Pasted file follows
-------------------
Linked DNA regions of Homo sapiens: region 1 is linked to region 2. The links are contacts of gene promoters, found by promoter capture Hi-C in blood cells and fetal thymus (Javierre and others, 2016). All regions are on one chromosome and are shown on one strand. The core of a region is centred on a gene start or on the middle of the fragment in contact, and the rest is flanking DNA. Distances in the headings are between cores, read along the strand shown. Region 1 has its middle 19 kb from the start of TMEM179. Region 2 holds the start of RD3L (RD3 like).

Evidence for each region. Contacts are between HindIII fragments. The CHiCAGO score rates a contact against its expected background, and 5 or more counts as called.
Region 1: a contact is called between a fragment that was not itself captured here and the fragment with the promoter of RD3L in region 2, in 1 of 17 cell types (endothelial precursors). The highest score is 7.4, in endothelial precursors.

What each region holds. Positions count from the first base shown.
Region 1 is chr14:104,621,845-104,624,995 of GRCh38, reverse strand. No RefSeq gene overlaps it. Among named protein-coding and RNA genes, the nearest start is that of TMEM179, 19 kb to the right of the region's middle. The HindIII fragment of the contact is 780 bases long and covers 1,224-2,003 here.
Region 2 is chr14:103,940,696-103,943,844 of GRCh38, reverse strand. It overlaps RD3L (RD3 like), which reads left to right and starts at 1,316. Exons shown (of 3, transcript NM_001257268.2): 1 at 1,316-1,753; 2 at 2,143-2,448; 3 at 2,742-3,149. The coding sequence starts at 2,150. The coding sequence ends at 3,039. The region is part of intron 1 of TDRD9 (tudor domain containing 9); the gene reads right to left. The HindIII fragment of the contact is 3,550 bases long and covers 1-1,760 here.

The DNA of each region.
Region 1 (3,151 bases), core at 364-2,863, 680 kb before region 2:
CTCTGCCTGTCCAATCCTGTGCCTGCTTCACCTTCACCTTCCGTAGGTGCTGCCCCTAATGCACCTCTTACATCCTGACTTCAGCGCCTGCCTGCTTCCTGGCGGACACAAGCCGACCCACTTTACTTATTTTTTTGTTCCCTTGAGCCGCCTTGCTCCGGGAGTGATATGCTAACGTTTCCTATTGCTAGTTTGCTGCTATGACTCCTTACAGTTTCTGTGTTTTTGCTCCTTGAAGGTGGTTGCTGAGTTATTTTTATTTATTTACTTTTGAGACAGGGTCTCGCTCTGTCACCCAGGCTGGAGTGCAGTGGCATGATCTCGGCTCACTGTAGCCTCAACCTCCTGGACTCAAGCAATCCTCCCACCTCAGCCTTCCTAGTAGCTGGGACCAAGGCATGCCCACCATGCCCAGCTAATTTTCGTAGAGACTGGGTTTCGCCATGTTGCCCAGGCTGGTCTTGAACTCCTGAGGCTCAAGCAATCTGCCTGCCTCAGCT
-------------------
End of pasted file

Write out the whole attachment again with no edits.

Linked DNA regions of Homo sapiens: region 1 is linked to region 2. The links are contacts of gene promoters, found by promoter capture Hi-C in blood cells and fetal thymus (Javierre and others, 2016). All regions are on one chromosome and are shown on one strand. The core of a region is centred on a gene start or on the middle of the fragment in contact, and the rest is flanking DNA. Distances in the headings are between cores, read along the strand shown. Region 1 has its middle 19 kb from the start of TMEM179. Region 2 holds the start of RD3L (RD3 like).

Evidence for each region. Contacts are between HindIII fragments. The CHiCAGO score rates a contact against its expected background, and 5 or more counts as called.
Region 1: a contact is called between a fragment that was not itself captured here and the fragment with the promoter of RD3L in region 2, in 1 of 17 cell types (endothelial precursors). The highest score is 7.4, in endothelial precursors.

What each region holds. Positions count from the first base shown.
Region 1 is chr14:104,621,845-104,624,995 of GRCh38, reverse strand. No RefSeq gene overlaps it. Among named protein-coding and RNA genes, the nearest start is that of TMEM179, 19 kb to the right of the region's middle. The HindIII fragment of the contact is 780 bases long and covers 1,224-2,003 here.
Region 2 is chr14:103,940,696-103,943,844 of GRCh38, reverse strand. It overlaps RD3L (RD3 like), which reads left to right and starts at 1,316. Exons shown (of 3, transcript NM_001257268.2): 1 at 1,316-1,753; 2 at 2,143-2,448; 3 at 2,742-3,149. The coding sequence starts at 2,150. The coding sequence ends at 3,039. The region is part of intron 1 of TDRD9 (tudor domain containing 9); the gene reads right to left. The HindIII fragment of the contact is 3,550 bases long and covers 1-1,760 here.

The DNA of each region.
Region 1 (3,151 bases), core at 364-2,863, 680 kb before region 2:
CTCTGCCTGTCCAATCCTGTGCCTGCTTCACCTTCACCTTCCGTAGGTGCTGCCCCTAATGCACCTCTTACATCCTGACTTCAGCGCCTGCCTGCTTCCTGGCGGACACAAGCCGACCCACTTTACTTATTTTTTTGTTCCCTTGAGCCGCCTTGCTCCGGGAGTGATATGCTAACGTTTCCTATTGCTAGTTTGCTGCTATGACTCCTTACAGTTTCTGTGTTTTTGCTCCTTGAAGGTGGTTGCTGAGTTATTTTTATTTATTTACTTTTGAGACAGGGTCTCGCTCTGTCACCCAGGCTGGAGTGCAGTGGCATGATCTCGGCTCACTGTAGCCTCAACCTCCTGGACTCAAGCAATCCTCCCACCTCAGCCTTCCTAGTAGCTGGGACCAAGGCATGCCCACCATGCCCAGCTAATTTTCGTAGAGACTGGGTTTCGCCATGTTGCCCAGGCTGGTCTTGAACTCCTGAGGCTCAAGCAATCTGCCTGCCTCAGCT